Gabriel Saloman Mindel and Alexander Jay Ullman have just published a collaboratively written text on the legendary sound studies web journal, Sounding Out!
Titled, “A Tradition of Free and Odious Utterance: Free Speech & Sacred Noise in Steve Waters“, the text reviews Steve Waters’ Temple, a play about 2011’s Occupy protests outside of London’s St. Paul’s Cathedral, and the internal deliberations of the Church in response to their unprecedented closure. Temple’s first American performance took place in February within blocks of recent protests in Berkeley that emerged as battles over the historical and contemporary meaning of “Free Speech.”
Using concepts developed through Sound Studies, we consider how a sonic analysis of the play can shed light on the relationship of “Free Speech” to institutions, protest and power. This insight then problematizes the ways in which “Free Speech” is currently deployed, by both the Alt-Right and the University of California in Berkeley. We explore in particular R. Murray Schafer’s notion of “Sacred Noise,” that sound which can not be censured by virtue of its sovereign claim to space, suggesting that the profane noise of protests by the marginalized and oppressed disrupts the given certainty of institutional and institutionalized power.
In this sense we contend that the battle for “Free Speech” is in fact a battle for the power or authority to speak and can not be separated from the larger social forces that determine what is considered noise and who makes it. We will explore a variety of material mediums for sound – the pulpit, the soapbox, the church bell, the siren, the drum, the public address system – and point towards those ways in which certain noises, including forms of speech, become naturalized into everyday ambience, while others perform a social rupture that leads to profound and at times violent consequences.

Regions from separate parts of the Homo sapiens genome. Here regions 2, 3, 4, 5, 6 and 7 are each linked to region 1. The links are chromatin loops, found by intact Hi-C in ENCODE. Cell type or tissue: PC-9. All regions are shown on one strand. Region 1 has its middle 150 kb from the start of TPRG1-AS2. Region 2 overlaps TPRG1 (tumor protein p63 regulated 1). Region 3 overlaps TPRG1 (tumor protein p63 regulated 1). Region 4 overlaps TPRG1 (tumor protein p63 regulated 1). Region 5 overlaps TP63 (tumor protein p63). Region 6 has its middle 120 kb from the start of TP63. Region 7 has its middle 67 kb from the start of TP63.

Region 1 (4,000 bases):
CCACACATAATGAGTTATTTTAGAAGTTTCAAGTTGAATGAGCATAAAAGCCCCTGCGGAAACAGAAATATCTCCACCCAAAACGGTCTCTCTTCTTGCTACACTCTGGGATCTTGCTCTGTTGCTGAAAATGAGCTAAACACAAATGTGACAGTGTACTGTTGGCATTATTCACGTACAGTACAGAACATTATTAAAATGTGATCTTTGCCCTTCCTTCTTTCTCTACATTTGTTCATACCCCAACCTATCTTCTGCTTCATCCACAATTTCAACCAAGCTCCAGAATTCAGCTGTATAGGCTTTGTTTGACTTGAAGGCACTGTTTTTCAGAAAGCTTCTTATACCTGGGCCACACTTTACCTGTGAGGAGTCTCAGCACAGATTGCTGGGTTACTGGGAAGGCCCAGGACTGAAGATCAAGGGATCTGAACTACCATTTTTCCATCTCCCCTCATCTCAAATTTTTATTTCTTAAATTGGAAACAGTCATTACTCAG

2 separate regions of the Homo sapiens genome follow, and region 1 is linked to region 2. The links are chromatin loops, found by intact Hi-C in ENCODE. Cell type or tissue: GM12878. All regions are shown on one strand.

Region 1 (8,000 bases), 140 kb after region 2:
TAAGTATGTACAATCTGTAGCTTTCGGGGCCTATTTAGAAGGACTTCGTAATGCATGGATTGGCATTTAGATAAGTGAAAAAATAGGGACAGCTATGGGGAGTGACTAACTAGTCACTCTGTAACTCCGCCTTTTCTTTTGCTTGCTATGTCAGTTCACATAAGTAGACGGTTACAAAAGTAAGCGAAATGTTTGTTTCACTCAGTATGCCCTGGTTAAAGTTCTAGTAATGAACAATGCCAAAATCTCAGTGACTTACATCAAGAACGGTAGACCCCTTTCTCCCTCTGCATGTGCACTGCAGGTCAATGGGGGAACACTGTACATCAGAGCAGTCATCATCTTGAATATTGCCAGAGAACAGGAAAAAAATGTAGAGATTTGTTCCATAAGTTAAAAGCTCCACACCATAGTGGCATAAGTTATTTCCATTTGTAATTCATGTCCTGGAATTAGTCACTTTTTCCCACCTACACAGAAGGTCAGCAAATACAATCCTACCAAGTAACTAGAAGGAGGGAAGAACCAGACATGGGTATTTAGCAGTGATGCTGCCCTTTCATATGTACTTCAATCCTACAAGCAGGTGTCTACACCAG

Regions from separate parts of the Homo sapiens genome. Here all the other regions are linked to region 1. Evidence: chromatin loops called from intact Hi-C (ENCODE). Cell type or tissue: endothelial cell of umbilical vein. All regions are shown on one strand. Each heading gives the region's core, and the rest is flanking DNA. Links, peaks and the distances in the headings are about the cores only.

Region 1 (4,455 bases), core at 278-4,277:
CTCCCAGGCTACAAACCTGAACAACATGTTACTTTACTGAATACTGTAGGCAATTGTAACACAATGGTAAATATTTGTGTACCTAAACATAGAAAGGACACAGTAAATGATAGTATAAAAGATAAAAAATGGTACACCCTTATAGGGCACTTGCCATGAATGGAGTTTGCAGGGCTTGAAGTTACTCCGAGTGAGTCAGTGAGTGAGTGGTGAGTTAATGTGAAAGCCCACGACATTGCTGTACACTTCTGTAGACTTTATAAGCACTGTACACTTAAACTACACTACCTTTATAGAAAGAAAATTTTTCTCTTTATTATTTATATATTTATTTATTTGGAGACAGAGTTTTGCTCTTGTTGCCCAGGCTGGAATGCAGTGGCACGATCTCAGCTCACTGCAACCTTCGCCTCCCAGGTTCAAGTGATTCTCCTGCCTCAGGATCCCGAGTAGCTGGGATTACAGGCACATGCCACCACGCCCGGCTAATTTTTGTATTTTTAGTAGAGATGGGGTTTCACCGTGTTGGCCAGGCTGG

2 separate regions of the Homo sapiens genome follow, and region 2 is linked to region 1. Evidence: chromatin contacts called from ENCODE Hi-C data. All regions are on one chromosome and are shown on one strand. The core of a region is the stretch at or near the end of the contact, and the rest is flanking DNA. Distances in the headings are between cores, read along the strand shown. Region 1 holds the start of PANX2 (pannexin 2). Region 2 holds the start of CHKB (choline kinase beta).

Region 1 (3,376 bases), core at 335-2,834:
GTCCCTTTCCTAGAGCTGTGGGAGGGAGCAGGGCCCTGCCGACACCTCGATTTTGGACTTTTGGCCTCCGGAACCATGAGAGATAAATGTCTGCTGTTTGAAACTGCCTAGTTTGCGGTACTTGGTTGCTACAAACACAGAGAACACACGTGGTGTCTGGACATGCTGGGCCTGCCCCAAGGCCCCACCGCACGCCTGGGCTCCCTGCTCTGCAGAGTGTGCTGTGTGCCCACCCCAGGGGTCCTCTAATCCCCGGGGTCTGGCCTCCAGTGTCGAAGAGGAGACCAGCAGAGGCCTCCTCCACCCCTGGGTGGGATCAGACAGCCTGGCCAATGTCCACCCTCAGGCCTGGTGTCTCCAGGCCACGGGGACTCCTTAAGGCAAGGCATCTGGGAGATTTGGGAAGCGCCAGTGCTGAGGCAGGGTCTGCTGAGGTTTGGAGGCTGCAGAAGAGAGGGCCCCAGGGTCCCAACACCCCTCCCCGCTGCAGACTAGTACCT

About SOUNDING OUT!
Sounding Out! is a weekly, peer-reviewed, online publication, a networked academic archive, and a dynamic group platform bringing together sound studies scholars, sound artists and professionals, and readers interested in the cultural politics of sound and listening. Every Monday, our writers offer well-researched, well-written, and accessible interventions in sound studies, directing the field’s energy toward the social, cultural, and political aspects of sound and listening, particularly their differential construction of and material impacts on variously positioned bodies.
Gabriel and Alex will be presenting on this paper at Breaking Through: Textures and Aesthetics of Rupture at The Graduate Center – CUNY English Student Association Graduate Conference on March 23rd, 2018. They will be part of the day’s first panel, Noises, Aesthetics, and Temporalities of Political Resistance.